The movie “American Underdog” covers the shocking rise of quarterback Kurt Warner, who went from bagging groceries to the Super Bowl MVP and NFL Hall-of-Fame.
But for those who think it was once in a lifetime story, that’s not exactly accurate. America is the kind of country where those of us who are life’s also-rans can rise to the top for their own American Underdog story. And the state of Georgia just proved that’s true in the National Championship Game.
More than a month ago, Georgia’s college football fans watched as their team was crushed in the SEC Title Game. Nearly every Alabama player was a five-star football phenom. Some of the Georgia players were highly ranked, but they were led by Stetson Bennett IV, a walk-on, who was matched against Bryce Young, Alabama’s Heisman Trophy Winner.
Even the well-recruited 5-stars talents at Georgia probably felt like they had 41 years of hopes, dreams and frustration from a fan base whose team just always seems to come oh so close, but no cigar, something the Crimson Tide just doesn’t face. The results spoke for themselves in Atlanta.
Weeks after the SEC Title Game, I listened to a radio broadcast from a conservative host, interviewing Kurt Warner about his amazing rise from bagging groceries to Arena Football, football in Europe, and to the once-lowly Rams, taking them to an improbable Super Bowl win, and two others in his career. I can’t wait to see the film and show it to my son.
I didn’t have a problem with the host’s ideology, but he kept emphasizing that Warner’s success was a miracle, and nothing like that could ever happen again. I gave a pretty harsh opinion of that limited assessment. Miracles are improbable, but not impossible. Sports in general, and America in particular, is the kind of place where those with heart, motivation, desire, and drive can compete with the top talent. We’re a democracy, not an oligarchy.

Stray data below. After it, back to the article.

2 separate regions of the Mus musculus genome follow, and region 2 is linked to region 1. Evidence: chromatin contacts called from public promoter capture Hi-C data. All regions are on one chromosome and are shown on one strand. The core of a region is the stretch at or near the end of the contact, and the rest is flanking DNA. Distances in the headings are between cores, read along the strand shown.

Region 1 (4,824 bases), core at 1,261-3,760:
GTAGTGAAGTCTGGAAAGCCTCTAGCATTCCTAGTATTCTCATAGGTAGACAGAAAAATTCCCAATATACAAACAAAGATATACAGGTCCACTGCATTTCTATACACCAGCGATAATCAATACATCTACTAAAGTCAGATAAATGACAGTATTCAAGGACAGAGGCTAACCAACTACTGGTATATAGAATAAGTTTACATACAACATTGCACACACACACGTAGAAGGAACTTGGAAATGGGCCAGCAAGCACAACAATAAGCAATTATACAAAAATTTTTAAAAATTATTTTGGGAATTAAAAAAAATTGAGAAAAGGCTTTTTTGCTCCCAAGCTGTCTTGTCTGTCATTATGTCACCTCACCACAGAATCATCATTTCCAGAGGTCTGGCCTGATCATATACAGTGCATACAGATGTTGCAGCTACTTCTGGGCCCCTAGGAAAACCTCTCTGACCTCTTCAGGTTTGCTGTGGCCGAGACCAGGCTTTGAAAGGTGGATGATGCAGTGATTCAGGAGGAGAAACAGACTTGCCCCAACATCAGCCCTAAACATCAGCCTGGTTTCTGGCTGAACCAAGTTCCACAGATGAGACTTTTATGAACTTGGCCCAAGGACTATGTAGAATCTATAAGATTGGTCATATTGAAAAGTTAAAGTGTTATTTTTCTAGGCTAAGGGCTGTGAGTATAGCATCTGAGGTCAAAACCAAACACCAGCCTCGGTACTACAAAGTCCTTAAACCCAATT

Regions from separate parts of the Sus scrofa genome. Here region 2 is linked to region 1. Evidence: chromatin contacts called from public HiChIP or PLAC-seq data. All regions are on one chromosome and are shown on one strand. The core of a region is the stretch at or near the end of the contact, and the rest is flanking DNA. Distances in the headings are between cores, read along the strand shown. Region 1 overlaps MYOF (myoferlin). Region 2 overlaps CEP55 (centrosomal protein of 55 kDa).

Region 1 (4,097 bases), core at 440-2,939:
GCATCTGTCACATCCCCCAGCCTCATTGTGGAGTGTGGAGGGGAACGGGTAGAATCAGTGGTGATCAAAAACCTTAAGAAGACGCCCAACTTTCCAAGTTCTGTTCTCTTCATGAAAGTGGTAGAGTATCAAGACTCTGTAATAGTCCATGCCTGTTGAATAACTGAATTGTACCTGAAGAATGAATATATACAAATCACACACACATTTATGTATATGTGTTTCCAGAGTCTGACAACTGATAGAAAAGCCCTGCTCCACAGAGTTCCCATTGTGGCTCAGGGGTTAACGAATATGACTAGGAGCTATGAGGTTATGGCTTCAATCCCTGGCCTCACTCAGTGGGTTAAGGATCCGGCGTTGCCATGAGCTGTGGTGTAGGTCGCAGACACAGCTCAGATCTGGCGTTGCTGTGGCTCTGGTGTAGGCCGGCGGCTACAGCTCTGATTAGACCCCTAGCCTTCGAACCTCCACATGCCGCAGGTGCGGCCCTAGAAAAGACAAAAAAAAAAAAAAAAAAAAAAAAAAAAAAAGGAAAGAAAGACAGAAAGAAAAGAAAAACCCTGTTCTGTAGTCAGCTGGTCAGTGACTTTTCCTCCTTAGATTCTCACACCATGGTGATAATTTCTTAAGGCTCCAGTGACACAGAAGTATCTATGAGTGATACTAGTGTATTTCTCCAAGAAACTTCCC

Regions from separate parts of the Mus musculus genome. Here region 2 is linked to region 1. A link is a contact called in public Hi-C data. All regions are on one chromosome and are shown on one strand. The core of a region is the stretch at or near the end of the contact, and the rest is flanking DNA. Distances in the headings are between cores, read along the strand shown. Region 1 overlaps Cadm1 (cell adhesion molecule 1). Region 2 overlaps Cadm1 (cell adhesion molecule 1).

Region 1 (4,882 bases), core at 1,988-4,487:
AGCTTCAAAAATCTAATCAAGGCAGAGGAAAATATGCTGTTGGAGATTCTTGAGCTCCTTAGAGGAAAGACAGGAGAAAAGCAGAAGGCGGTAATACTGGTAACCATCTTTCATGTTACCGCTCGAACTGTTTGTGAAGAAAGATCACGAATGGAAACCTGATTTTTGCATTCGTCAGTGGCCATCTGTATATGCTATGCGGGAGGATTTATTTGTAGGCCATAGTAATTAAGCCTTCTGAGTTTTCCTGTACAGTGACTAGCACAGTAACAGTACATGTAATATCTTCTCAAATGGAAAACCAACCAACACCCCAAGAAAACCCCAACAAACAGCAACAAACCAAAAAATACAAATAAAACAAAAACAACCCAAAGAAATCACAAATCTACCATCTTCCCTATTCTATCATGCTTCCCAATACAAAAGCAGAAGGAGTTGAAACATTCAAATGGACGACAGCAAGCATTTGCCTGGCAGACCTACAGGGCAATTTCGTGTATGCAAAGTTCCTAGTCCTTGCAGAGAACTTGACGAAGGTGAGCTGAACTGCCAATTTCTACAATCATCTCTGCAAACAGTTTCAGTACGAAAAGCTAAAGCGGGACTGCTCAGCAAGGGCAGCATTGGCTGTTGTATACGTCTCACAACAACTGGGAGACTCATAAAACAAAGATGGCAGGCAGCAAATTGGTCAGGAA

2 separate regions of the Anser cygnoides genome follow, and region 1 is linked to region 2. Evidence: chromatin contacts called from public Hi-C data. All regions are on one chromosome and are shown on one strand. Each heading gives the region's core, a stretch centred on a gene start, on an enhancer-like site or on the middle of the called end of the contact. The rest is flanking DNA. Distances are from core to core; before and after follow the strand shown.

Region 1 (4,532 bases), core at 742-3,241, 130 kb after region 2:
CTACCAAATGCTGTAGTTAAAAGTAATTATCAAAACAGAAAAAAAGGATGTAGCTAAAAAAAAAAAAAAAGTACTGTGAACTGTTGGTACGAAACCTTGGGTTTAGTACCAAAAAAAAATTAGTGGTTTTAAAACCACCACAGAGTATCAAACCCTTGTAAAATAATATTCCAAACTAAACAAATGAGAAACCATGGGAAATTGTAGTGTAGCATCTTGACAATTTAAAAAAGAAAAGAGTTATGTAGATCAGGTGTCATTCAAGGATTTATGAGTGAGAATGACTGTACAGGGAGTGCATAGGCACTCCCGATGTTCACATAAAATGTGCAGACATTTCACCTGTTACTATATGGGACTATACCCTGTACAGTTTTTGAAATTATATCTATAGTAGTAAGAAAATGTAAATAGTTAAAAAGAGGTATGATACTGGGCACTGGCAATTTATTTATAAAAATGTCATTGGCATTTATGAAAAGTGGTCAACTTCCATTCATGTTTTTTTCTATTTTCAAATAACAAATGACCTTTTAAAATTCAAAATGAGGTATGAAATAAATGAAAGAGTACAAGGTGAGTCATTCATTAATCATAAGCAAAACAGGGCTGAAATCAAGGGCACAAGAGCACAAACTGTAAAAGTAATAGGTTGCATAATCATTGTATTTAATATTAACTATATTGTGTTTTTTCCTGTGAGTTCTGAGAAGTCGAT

Whether it’s politics, the business world, the entertainment world, I’m always trying to motivate my students, feeling a little crushed by current events, who often come from humble circumstances, who may well need such stories to realize that the improbable is still possible, with hard work, dedication, and yes, a little faith. Doesn’t David pull the upset on Goliath in their matchup? The Bible is full of humble men and women, not gods on some Mt. Olympus.
And so the unfairly-maligned walk-on QB Stetson Bennett took the field at Lucas Oil Stadium in Indianapolis, against the Heisman Trophy Winner Bryce Young, who will likely be an NFL Quarterback. Bennett endured a tough Crimson Tide defense and what I think was a horrible call from the referees, who tagged him with a turnover that even Alabama didn’t think was a fumble.
He played his heart out, with amazing touchdown passes, assisted ably by teammates who did what it took to help the Georgia Bulldogs win their first National Championship since 1980. Rocky beat Creed…and wasn’t the original Rocky story based upon a true tale from boxing?
Bennett’s win wasn’t just for the University of Georgia, or the state. Like the movie about Kurt Warner and Brenda Warner, it’s a tale for everyone in this country who needs a boost, who may have forgotten that we’re a country that rejected royalty, nobility, and entitlement based on birth, where anyone could become a leader. We have a faith where those from professions society considers “lowly” can not just lead, but inspire greatness from others.
You can’t take a class of mine at LaGrange College and not hear those lessons, as I encourage people to write their own story, and not accept some predetermined faith. And I’ll be sure to add Bennett’s story as well.